A sometimes chaotic mix of old-fashioned cafés, grand nineteenth-century public edifices, high-rise office blocks and tearing traffic, Buenos Aires’ city centre exudes energy and elegance – though it can be shabby and downright dingy in parts. Its heart is the spacious, palm-dotted Plaza de Mayo, the ideal place to begin a tour of the area and explore its historical and political connections; its mismatched medley of buildings includes the famous Casa Rosada, or government house. An amble westwards from the plaza will take you along Avenida de Mayo, the city’s major boulevard, offering an impressive display of Art Nouveau and Art Deco architecture. At its western end, Avenida de Mayo opens onto the Plaza del Congreso, presided over by the Congreso Nacional building, the seat of the federal parliament.
From Plaza del Congreso, Avenida Callao will take you northwards to Avenida Corrientes. Now a busy commercial artery, Corrientes was famous in the twentieth century as the hub of the city’s left-leaning café society. Though there’s less plotting going on here today, it’s still the place to get some culture, lined as it is with no end of bookstores, music shops, cinemas and theatres. A short detour north from Corrientes will take you to Plaza Lavalle, a long, grassy square most notable for the magnificent opera house that looms over its eastern edge, the regal Teatro Colón.
East from Plaza Lavalle, you’ll hit the jarring and enormous Avenida 9 de Julio – the city’s multilane central nerve. Presiding at its heart is the stark white Obelisco, a 67m stake through the intersection of avenidas 9 de Julio and Corrientes. Crossing east over 9 de Julio, you head into a densely packed and busy block known as the microcentro (the Argentine term for downtown), whose two main streets are pedestrianized Lavalle and Florida, where you’ll be swept along by a stream of human traffic past elegant galerías (arcades) and stores of every kind. Buenos Aires’ small financial district – called, in homage to London, ‘‘La City’’ – makes up the southeast corner of the microcentro, while to the northeast sits the quieter “El Bajo”, home to yet more downtown bars and restaurants.Read More
- Plaza de Mayo
Avenida de Mayo
Avenida de Mayo
An amble west from Plaza de Mayo takes you along one of the capital’s grandest thoroughfares, Avenida de Mayo, a wide, tree-lined boulevard flanked with ornamental street lamps and offering a stunning ten-block vista between Plaza de Mayo and Plaza del Congreso. Part of an 1880s project to remodel the city along the lines of Haussmann’s Paris, Avenida de Mayo is notable for its architectural melange; many of its buildings are topped with decorative domes and ornamented with elaborate balustrades and sinuous caryatids. Unimpressed with the city’s European pretensions, Borges called it one of the saddest places in Buenos Aires, yet even he couldn’t resist the charm of its confiterías and traditional restaurants, a handful of which remain open.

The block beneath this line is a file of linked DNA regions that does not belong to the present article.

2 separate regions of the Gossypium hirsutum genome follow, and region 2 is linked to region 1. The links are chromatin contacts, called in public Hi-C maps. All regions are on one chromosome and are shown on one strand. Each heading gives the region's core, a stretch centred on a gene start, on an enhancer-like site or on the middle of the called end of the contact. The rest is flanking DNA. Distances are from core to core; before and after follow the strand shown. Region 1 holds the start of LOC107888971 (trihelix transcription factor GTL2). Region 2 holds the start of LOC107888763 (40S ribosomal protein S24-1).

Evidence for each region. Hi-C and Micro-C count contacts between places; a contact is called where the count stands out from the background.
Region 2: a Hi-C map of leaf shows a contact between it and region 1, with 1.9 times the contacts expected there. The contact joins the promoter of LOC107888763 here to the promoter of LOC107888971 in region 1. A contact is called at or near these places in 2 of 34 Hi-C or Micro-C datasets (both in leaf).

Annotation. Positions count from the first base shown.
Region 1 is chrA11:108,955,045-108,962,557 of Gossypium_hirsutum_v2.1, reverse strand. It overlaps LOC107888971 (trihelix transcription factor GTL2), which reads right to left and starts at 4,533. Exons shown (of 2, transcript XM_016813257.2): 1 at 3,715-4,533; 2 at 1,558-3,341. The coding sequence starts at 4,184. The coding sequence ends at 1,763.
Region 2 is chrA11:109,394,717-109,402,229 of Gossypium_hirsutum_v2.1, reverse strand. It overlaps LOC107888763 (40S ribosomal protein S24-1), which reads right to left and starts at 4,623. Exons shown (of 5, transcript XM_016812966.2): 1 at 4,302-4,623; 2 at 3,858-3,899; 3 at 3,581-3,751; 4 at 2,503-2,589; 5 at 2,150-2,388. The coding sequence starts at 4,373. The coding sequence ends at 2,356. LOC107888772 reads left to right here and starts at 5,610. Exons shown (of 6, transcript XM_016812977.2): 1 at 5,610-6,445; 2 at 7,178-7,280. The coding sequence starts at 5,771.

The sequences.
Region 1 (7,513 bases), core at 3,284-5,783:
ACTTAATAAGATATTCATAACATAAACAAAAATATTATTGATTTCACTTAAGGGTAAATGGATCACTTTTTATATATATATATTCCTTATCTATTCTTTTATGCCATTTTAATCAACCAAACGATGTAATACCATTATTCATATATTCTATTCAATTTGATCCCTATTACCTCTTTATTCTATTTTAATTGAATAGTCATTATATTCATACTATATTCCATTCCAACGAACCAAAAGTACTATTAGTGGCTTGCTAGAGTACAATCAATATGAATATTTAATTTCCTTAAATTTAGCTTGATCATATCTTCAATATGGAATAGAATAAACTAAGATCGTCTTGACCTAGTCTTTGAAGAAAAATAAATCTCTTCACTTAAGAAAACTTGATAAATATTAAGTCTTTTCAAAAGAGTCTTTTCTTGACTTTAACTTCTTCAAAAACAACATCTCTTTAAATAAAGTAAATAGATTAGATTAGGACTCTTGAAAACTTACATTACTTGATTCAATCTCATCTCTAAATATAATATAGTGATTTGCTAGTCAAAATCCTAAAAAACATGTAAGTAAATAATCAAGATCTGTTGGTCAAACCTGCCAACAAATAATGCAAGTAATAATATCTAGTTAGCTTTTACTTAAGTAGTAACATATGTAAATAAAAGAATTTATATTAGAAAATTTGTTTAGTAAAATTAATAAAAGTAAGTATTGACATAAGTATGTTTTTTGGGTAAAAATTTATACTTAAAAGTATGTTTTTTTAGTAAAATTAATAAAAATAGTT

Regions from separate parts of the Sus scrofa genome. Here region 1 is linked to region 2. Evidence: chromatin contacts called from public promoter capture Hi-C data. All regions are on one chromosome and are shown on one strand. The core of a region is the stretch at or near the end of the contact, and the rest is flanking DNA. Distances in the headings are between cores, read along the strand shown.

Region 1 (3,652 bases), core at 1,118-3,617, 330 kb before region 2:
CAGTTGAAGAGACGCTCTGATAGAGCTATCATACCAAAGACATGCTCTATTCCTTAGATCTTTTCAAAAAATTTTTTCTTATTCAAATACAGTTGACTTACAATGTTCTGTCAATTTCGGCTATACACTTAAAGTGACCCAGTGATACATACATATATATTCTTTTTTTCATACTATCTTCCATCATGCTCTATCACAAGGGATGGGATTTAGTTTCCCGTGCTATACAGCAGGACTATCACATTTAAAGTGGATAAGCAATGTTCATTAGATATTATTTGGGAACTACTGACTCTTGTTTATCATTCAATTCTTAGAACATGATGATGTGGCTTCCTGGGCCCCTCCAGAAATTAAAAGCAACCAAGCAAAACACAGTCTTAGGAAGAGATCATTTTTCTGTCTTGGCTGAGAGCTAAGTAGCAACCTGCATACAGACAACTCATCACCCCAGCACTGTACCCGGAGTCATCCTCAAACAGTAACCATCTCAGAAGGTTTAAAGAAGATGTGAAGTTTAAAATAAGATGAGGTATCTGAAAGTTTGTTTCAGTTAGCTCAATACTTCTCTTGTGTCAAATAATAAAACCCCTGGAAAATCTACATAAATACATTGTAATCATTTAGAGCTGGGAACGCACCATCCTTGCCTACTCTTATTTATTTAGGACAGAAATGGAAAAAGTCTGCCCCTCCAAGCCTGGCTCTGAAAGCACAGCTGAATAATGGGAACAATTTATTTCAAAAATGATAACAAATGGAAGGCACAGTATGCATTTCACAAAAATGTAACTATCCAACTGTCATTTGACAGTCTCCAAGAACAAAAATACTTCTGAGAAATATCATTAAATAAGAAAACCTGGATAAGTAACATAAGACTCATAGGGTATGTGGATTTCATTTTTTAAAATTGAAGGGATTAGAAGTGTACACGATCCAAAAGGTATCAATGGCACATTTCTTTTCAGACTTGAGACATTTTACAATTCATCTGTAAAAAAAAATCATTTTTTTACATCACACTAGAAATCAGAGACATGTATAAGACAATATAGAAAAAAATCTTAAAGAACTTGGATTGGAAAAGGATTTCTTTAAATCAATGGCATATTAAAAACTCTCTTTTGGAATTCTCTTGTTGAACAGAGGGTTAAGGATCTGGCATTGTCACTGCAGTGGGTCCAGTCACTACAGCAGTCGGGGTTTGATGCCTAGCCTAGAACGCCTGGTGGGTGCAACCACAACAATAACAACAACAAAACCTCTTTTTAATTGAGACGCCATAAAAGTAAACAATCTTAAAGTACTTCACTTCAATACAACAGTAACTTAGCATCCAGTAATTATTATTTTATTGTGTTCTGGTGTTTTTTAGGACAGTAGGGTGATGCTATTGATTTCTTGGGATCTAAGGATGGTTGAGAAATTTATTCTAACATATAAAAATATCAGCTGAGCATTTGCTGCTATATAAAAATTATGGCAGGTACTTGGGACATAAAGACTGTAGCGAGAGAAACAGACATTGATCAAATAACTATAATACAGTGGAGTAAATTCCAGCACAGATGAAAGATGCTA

Running parallel to Avenida de Mayo, four blocks north of Plaza Congreso, Avenida Corrientes is one of the city’s principal arteries, sweeping down to the lower grounds of El Bajo. It’s not so much the architecture that is of note but the atmosphere generated by its bustling mix of cafés, bookstores, cinemas, theatres and pizzerias. For years, cafés such as La Paz, on the corner of Corrientes and Montevideo, and the austere La Giralda, two blocks west, have been the favoured meeting places of left-wing intellectuals and bohemians – and good places to observe the Porteño talent for whiling away hours over a single tiny coffee.
Corrientes’ bookstores, many of which stay open till the wee hours, have always been as much places to hang out in as to buy from – in marked contrast to almost every other type of shop in the city, where you’ll be accosted by sales assistants as soon as you cross the threshold. The most basic places are simply one long room open to the street with piles of books slung on tables and huge handwritten price labels, whereas the leftish, alternative Liberarte at no. 1555 and its ilk take literature more seriously. Almost as comprehensive as the bookstores are the street’s numerous pavement kiosks, proffering a mind-boggling range of newspapers, magazines and books on subjects from psychology and sex to tango and politics.